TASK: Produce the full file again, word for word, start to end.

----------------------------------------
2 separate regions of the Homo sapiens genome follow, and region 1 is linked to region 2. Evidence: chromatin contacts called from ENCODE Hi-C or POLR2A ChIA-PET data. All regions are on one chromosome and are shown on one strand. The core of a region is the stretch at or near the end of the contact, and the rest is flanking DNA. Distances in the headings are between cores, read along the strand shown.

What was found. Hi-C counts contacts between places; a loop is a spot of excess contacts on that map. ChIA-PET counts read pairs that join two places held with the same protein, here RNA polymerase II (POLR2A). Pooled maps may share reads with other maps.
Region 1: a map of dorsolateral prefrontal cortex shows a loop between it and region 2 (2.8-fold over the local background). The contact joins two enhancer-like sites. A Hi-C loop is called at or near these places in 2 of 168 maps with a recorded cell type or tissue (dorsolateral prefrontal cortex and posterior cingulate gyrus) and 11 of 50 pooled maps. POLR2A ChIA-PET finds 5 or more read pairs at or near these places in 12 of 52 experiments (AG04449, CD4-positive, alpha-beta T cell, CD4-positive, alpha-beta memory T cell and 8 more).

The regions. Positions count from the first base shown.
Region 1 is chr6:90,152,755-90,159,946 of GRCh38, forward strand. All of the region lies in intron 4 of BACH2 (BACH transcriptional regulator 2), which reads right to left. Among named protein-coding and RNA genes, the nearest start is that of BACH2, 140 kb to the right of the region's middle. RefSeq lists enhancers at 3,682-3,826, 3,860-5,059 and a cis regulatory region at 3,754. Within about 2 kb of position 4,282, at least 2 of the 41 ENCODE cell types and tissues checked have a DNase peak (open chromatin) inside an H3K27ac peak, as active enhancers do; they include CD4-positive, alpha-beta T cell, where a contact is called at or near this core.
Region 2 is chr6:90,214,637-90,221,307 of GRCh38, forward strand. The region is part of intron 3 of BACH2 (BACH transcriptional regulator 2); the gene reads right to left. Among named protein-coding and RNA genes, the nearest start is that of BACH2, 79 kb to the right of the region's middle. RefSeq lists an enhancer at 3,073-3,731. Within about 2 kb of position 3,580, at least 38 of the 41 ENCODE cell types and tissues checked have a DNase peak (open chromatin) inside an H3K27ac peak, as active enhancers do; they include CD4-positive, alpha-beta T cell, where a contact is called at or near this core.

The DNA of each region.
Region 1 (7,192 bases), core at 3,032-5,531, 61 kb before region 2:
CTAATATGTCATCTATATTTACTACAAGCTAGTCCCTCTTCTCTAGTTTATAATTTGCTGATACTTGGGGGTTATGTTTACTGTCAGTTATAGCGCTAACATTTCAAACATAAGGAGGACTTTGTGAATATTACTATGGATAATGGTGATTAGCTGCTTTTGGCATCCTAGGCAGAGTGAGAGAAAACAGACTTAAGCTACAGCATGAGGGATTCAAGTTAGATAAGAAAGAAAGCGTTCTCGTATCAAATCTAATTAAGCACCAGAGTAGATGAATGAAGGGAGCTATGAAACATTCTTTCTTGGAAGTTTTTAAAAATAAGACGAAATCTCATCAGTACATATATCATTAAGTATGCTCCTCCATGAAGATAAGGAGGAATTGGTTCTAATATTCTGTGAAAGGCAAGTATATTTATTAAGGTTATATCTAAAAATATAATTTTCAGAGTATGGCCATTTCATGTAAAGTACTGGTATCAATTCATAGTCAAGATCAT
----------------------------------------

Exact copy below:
2 separate regions of the Homo sapiens genome follow, and region 1 is linked to region 2. Evidence: chromatin contacts called from ENCODE Hi-C or POLR2A ChIA-PET data. All regions are on one chromosome and are shown on one strand. The core of a region is the stretch at or near the end of the contact, and the rest is flanking DNA. Distances in the headings are between cores, read along the strand shown.

What was found. Hi-C counts contacts between places; a loop is a spot of excess contacts on that map. ChIA-PET counts read pairs that join two places held with the same protein, here RNA polymerase II (POLR2A). Pooled maps may share reads with other maps.
Region 1: a map of dorsolateral prefrontal cortex shows a loop between it and region 2 (2.8-fold over the local background). The contact joins two enhancer-like sites. A Hi-C loop is called at or near these places in 2 of 168 maps with a recorded cell type or tissue (dorsolateral prefrontal cortex and posterior cingulate gyrus) and 11 of 50 pooled maps. POLR2A ChIA-PET finds 5 or more read pairs at or near these places in 12 of 52 experiments (AG04449, CD4-positive, alpha-beta T cell, CD4-positive, alpha-beta memory T cell and 8 more).

The regions. Positions count from the first base shown.
Region 1 is chr6:90,152,755-90,159,946 of GRCh38, forward strand. All of the region lies in intron 4 of BACH2 (BACH transcriptional regulator 2), which reads right to left. Among named protein-coding and RNA genes, the nearest start is that of BACH2, 140 kb to the right of the region's middle. RefSeq lists enhancers at 3,682-3,826, 3,860-5,059 and a cis regulatory region at 3,754. Within about 2 kb of position 4,282, at least 2 of the 41 ENCODE cell types and tissues checked have a DNase peak (open chromatin) inside an H3K27ac peak, as active enhancers do; they include CD4-positive, alpha-beta T cell, where a contact is called at or near this core.
Region 2 is chr6:90,214,637-90,221,307 of GRCh38, forward strand. The region is part of intron 3 of BACH2 (BACH transcriptional regulator 2); the gene reads right to left. Among named protein-coding and RNA genes, the nearest start is that of BACH2, 79 kb to the right of the region's middle. RefSeq lists an enhancer at 3,073-3,731. Within about 2 kb of position 3,580, at least 38 of the 41 ENCODE cell types and tissues checked have a DNase peak (open chromatin) inside an H3K27ac peak, as active enhancers do; they include CD4-positive, alpha-beta T cell, where a contact is called at or near this core.

The DNA of each region.
Region 1 (7,192 bases), core at 3,032-5,531, 61 kb before region 2:
CTAATATGTCATCTATATTTACTACAAGCTAGTCCCTCTTCTCTAGTTTATAATTTGCTGATACTTGGGGGTTATGTTTACTGTCAGTTATAGCGCTAACATTTCAAACATAAGGAGGACTTTGTGAATATTACTATGGATAATGGTGATTAGCTGCTTTTGGCATCCTAGGCAGAGTGAGAGAAAACAGACTTAAGCTACAGCATGAGGGATTCAAGTTAGATAAGAAAGAAAGCGTTCTCGTATCAAATCTAATTAAGCACCAGAGTAGATGAATGAAGGGAGCTATGAAACATTCTTTCTTGGAAGTTTTTAAAAATAAGACGAAATCTCATCAGTACATATATCATTAAGTATGCTCCTCCATGAAGATAAGGAGGAATTGGTTCTAATATTCTGTGAAAGGCAAGTATATTTATTAAGGTTATATCTAAAAATATAATTTTCAGAGTATGGCCATTTCATGTAAAGTACTGGTATCAATTCATAGTCAAGATCAT